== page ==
Cutting Ribbons and Priming Our Brains

Daniel Yergin describes the current state of world energy sources, use, policy, economics and politics in his new book, The Quest (usefully reviewed in this link.)  As part of his overview, he describes the contribution of energy conservation and efficiency to our recent past, as well as our future.

Yergin includes a pithy observation by Andris Piebalgs, who served as the European Union’s energy commissioner from 2004-2009 about the relative attractiveness of renewables versus conservation and efficiency.

Yergin writes:

“Conservation–energy efficiency–may be so obvious as a solution to cost and environmental issues.  But there is no photo op, no opening ceremony where government officials and company executives can cut a ribbon, smile broadly into the camera, and inaugurate a grand new facility.  [Piebalgs] shook his head as he considered one of the most powerful of the life lessons he had learned from his deep immersion in global politics. ‘It’s very important to be able to cut a red ribbon.'” (p. 625 Kindle edition.)

Cutting a red ribbon is a visible sign of accomplishment–as Piebalgs learned, energy conservation and efficiency are typically invisible.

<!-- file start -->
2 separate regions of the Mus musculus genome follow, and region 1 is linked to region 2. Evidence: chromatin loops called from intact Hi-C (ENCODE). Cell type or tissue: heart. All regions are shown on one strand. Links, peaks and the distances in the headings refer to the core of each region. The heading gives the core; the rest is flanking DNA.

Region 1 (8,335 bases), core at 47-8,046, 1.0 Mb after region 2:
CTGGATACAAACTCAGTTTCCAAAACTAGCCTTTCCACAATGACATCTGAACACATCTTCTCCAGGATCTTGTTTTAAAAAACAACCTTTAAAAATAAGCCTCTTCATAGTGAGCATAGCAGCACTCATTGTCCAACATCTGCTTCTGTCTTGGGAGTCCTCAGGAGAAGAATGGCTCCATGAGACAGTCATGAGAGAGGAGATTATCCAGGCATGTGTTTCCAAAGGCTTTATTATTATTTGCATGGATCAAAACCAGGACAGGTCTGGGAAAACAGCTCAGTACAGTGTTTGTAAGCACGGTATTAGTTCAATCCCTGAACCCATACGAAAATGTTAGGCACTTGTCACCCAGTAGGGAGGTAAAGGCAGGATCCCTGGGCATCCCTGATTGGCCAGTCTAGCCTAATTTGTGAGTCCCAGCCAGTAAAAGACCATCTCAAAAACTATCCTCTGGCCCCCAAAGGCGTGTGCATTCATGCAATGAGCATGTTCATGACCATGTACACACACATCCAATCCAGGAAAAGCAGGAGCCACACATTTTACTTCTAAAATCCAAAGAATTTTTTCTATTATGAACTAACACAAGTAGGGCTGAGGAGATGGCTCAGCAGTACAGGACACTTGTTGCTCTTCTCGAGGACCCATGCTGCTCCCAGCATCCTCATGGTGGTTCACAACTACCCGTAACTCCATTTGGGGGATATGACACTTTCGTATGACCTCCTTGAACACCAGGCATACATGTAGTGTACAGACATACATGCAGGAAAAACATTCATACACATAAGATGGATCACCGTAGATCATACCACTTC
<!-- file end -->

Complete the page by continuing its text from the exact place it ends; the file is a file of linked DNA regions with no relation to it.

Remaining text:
If you can tell a conservation story with pictures (and maybe even a graph or two), you can attract the attention of leaders who want to cut a ribbon.   This act also primes our brains to look for more opportunities to improve energy performance.   (Another new book by Nobelist Daniel Kahnemann, Thinking, Fast and Slow, reviewed here in Slate.com, summarizes 40 years of research in how our brains actually work–we tend to see and think about an idea or event once we have been primed by a message that works with our intuitive brain.  And our intuitive brains love stories.)

As we posted earlier this month, Energy Stewards helps you get the ingredients for a good conservation story.   It’s just one extra step to figure out how to build a ribbon-cutting event!   Give it a try, let us know how it works.

 

 

 

 

This entry was posted in Building the Will. Bookmark the permalink.

Leave a Reply

Your email address will not be published. Required fields are marked *